B.L.U.F. Cook County tells the court that modern sporting rifles aren’t arms, and other fairy tales.
Plaintiffs cannot establish that Assault Weapons are “arms” protected by the Second Amendment.
You know it will be a chuckle fest when the state starts their argument with such an absurd claim.
—Viramontes v. The County of Cook, No. 1:21-cv-04595, slip op. at 2 (N.D. Ill.)
Off the rails they go
When the lawyers can’t even understand plain English, you know they are just going to be lying.
the general definition covers —New York State Rifle & Pistol Assn., Inc. V. Bruen, 142 S.Ct. 2111, 2117 (U.S. 2022) isn’t giving a limitation, it is saying that this set of arms,
modern instruments that facilitate self-defense —id. are subsumed in the superset of the definition of arms given in Heller
The goal of the state is to make it the plaintiffs’ burden to prove that something is an arm. All the while, trying to tighten the definition of arms to limit that definition as much as possible.
—#116 in Viramontes v. The County of Cook (N.D. Ill., 1:21-cv-04595), No. 1:21-cv-04595, slip op. at 2–3
While it might be the case that the Bruen Court did not conduct a step one analysis, they did explain in dicta how that step should be conducted. If it is an arm, as defined in Heller and the proposed conduct is within the scope of the Second Amendment, then that proposed conduct is presumptively protected by the Second Amendment.
In addition, there is one mention of “in common use for self-defense” and multiple mentions of “in common use for lawful purposes.” The state is trying to confuse the matter by changing the requirement for “in common use”. The state is creating conflict where none exists by demanding that an inferior court define what “in use for self-defense”. “Common” omitted on purpose.
The state wants that definition to be as tight as possible, maybe limited to just instances when a round is fired resulting in death or injury to the bad guy. As many have stated, the gun in a cop’s holster, as he walks down the street, is in use for self-defense. You do not need to be pulling the trigger for it to be in use.
In addition, the state wants to exclude all “in use” for other purposes, sporting, training, hunting, and the like.
Heller does distinguish between dangerous and unusual weapons. They say that if an arm is in common use, it is not unusual by definition. Since it is not unusual, then there is no need to determine if it is dangerous.
The state also conflates a modern semi-automatic rifle with a “weapon most useful for military service”. There is a carve out in Heller for the NFA. The Heller Court did not want to go that far; thus they let the NFA stand presumptively. I.e. they didn’t say it was constitutional, they said they weren’t going to address it.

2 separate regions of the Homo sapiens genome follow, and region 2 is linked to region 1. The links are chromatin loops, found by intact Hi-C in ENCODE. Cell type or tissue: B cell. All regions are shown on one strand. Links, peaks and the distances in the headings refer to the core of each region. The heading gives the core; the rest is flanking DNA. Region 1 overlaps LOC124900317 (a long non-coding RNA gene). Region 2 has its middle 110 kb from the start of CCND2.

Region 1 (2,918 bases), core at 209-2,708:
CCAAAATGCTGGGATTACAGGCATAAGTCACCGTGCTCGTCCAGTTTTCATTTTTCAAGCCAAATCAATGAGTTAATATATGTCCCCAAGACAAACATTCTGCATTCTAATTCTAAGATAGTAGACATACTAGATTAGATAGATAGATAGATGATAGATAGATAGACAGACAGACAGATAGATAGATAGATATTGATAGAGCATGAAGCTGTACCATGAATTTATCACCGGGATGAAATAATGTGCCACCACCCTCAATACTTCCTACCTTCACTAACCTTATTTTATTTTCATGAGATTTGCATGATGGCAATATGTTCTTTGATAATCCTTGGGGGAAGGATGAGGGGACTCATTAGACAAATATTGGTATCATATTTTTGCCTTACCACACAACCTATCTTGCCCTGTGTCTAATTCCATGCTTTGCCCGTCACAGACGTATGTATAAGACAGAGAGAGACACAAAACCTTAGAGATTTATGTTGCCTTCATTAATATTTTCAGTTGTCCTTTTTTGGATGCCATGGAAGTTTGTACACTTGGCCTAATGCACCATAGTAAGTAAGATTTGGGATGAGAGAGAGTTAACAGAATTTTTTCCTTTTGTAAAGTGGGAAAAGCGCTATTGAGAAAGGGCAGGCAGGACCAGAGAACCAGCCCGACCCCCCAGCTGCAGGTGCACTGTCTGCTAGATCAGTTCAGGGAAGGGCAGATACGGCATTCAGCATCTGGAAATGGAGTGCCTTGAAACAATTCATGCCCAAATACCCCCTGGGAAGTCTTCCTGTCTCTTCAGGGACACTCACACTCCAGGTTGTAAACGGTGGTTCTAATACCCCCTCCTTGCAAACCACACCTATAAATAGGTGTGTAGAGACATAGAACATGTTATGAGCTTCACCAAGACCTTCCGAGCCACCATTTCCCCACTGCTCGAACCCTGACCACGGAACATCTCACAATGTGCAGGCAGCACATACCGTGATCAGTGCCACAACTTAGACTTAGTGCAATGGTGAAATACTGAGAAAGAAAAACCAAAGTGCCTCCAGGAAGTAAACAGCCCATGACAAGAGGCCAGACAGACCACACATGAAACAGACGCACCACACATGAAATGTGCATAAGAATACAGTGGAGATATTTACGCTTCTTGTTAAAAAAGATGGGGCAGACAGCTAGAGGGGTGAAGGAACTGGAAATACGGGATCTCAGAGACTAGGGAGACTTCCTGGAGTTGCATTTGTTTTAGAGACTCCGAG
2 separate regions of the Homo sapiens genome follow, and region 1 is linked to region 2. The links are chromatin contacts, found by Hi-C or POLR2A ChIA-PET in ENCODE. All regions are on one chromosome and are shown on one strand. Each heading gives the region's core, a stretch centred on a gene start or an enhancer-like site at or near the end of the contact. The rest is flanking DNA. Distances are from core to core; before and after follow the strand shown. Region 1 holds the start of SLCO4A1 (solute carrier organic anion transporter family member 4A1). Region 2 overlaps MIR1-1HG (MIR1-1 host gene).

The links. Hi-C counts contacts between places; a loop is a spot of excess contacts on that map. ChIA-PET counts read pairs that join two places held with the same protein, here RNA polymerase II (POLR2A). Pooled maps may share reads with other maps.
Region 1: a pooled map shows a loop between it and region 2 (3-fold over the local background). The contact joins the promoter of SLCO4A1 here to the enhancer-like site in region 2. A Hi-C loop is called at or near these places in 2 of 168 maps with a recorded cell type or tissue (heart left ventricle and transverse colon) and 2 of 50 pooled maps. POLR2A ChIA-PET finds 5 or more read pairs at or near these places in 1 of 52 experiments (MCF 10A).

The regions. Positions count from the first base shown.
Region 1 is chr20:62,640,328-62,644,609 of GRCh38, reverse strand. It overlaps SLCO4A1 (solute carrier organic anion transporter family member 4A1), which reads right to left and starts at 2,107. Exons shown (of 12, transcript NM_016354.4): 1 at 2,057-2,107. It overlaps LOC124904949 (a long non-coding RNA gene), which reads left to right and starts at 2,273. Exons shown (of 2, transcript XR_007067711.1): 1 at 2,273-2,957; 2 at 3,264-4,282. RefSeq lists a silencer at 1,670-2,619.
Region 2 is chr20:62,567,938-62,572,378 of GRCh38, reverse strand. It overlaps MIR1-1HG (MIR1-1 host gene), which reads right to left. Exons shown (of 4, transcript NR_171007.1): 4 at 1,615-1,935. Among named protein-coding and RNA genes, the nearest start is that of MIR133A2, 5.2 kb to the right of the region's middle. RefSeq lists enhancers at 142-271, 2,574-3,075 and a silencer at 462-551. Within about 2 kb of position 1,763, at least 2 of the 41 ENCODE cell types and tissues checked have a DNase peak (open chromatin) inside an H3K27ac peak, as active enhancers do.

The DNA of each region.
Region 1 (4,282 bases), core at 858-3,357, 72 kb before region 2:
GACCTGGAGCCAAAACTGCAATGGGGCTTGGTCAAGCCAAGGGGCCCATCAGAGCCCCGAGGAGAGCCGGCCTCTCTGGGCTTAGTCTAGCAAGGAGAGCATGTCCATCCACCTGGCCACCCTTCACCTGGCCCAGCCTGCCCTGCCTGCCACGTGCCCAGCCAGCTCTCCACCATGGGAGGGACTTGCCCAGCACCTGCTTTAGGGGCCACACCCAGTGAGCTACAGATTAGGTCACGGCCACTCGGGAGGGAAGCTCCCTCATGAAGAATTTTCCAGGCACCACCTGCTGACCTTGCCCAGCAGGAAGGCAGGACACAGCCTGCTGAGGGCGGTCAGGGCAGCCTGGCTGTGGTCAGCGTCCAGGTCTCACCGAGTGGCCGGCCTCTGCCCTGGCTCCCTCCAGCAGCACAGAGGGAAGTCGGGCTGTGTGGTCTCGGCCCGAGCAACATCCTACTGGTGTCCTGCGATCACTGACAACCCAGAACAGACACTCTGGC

More quotes from —id. at 3–14
- The Regulated Weapons are not in common use for a lawful purpose
- Plaintiffs cite no binding precedent that Assault Weapons must be considered common.
- Possession and popularity do not establish “common use.”
- Plaintiffs present insufficient evidence that the Regulated Weapons are “used” for a lawful purpose like self-defense.
- Weapons that are dangerous and unusual are not protected.
- Plaintiffs ignore the Second Step of the Bruen Analysis
- Bruen does not abrogate binding Seventh Circuit Precedent.
- Plaintiffs’ Motion for Summary Judgment fails as it is not supported by admissible evidence.
- The state refuses to accept anything suggesting that common use can be determined from observation. They claim that sales records of millions of so called ‘assault weapons’ does not mean that there are hundreds of thousands of owners of ‘assault weapons’.
- The state wants the District Court to punt the question of common use to the Seventh Circuit.
- That depends on what your definition of “is” is.
- The state continues to attempt to work “self-defense” into “common use for lawful purposes. They actually want the plaintiffs to argue the number of times an arm is used in self-defense. If the plaintiffs do this, they will have lost a major battle.
- But “assault weapons” are not unusual. The state argues that they are because the plaintiffs have not proven they are in common use.
- According to the state because the plaintiffs are using the Heller Court’s holding that if an arm is in common use, it cannot be banned, that the plaintiffs are ignoring the states’ gunpowder storage history.
- This is the big one. This translates to “Are appellate Court opinions from before Bruen still good law?” Once the Supreme Court changes the method used to reach an opinion, the district courts are free to use Supreme Court opinion over their circuits opinions.
- The state argues that the plaintiffs failed to follow the rule on what they brought in as evidence. They really want this to be a battle of experts. It is not. They want anything that has not had a confrontational hearing to be ruled out of order.
Wow, the state gets it right:
But this approach renders the “common use for lawful purposes such as self-defense” standard Heller derived from Miller, and which the Court specifically reiterated in Bruen, meaningless. Extending Plaintiffs’ argument to its logical conclusion means arms are protected if commonly owned, with no further limitation.—id. at 4. That’s right, if it is in common use, it cannot be banned!